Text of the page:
You don’t need anyone to tell you just how much of a pain it can be when you have regular trouble sleeping. You don’t need anyone to tell you how it impairs your focus, makes headaches become a regular occurrence, keeps you feeling exhausted, or drastically changes your mood. But you should know just how dangerous it can be for your body and what you can do to battle it and win the war.
Here’s how you get your sleep back.
Know the dangers
You might very well be well-enough motivated as is to tackle your sleeping problems. But there are real concerns and genuine reasons to make the matter as urgent as possible. If you’re consistently losing sleep, you are doing real damage to your body. For one, sleep regulates the many hormones that manage your mood and lacking it can cause chronic anxiety and stress. It also controls the hormones that manage your metabolism, which means that drastic weight changes are also well associated with sleeplessness. General mental function can begin the deteriorate, too, with long-term changes to memory, decision-making, and reasoning abilities. Sleep is also associated with high blood pressure and increased risk of heart attacks and strokes.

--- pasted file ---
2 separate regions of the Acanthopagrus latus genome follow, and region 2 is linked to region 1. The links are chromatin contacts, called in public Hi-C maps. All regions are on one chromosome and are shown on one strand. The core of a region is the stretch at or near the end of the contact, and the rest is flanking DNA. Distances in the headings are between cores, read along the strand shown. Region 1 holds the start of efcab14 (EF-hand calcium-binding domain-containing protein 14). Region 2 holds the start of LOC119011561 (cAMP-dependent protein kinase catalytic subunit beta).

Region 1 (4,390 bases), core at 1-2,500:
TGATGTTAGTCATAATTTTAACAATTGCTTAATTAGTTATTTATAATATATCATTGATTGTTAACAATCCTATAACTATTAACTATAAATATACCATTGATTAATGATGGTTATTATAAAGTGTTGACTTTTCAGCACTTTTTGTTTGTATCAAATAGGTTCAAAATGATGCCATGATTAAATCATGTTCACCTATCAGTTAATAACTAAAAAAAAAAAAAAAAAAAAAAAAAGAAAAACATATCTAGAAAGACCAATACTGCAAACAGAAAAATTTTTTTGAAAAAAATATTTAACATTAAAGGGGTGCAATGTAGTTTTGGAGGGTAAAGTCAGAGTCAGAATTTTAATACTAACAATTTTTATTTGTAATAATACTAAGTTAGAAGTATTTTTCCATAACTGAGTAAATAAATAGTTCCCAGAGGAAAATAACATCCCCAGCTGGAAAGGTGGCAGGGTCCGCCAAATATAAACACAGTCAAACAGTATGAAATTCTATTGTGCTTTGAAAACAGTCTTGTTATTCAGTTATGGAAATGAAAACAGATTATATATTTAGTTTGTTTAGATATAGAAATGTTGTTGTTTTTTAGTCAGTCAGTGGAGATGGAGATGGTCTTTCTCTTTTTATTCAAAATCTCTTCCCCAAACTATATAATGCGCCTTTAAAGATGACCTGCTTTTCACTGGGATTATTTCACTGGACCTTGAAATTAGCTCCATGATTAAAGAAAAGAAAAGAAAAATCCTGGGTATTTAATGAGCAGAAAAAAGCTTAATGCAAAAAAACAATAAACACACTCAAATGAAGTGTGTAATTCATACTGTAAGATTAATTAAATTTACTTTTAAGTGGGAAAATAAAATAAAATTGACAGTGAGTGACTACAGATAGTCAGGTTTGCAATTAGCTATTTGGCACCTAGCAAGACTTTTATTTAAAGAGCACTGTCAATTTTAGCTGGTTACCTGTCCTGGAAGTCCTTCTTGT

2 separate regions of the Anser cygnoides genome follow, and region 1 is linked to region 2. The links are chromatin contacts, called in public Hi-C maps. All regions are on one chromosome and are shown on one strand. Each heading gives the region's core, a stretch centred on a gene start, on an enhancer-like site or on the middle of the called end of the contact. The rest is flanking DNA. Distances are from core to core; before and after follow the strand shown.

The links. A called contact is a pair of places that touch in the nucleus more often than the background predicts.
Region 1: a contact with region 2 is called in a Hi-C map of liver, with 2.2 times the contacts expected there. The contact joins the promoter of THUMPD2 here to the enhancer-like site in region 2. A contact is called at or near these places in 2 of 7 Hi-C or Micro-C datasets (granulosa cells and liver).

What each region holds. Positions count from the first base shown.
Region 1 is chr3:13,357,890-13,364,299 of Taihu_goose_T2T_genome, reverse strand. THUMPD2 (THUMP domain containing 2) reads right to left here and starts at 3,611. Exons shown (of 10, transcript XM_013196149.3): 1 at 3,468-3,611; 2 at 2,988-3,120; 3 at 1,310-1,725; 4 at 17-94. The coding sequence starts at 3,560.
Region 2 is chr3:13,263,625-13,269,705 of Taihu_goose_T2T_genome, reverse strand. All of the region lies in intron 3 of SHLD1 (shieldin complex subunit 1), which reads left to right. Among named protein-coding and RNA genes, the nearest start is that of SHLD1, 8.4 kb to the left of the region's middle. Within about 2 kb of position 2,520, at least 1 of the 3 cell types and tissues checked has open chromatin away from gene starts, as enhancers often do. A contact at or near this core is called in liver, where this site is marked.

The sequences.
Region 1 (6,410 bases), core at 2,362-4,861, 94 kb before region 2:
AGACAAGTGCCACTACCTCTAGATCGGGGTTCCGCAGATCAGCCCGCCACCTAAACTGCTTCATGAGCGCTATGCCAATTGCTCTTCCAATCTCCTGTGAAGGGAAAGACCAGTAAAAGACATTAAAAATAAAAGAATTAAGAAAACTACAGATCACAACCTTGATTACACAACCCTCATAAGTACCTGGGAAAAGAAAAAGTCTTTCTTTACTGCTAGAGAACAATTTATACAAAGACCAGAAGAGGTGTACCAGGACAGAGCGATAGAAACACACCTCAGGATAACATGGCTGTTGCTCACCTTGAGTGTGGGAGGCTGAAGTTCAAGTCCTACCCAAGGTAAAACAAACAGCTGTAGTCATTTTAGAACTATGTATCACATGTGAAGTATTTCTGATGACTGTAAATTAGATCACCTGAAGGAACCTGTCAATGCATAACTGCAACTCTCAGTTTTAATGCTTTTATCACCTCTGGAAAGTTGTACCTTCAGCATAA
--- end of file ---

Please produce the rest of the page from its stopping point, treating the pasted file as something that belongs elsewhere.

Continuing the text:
Get out under the sun
A big part of getting a good night’s sleep is maintaining the body’s internal clock. Our body knows when to sleep when to wake, and when to eat naturally. But there are several factors that can influence how well it judges these things. One of the factors directly contributing to a body clocks’ performance is the light available to it. Getting out in the sunlight is crucial to getting more sleep. Contact with sunlight physically lets the body know that it’s daytime, keeping the body clock in check and making it more likely to know when it’s nighttime, meaning it can better judge when to start getting ready to sleep. People who get more sunlight tend to be more physically active and to have better mental health, too.
Work on it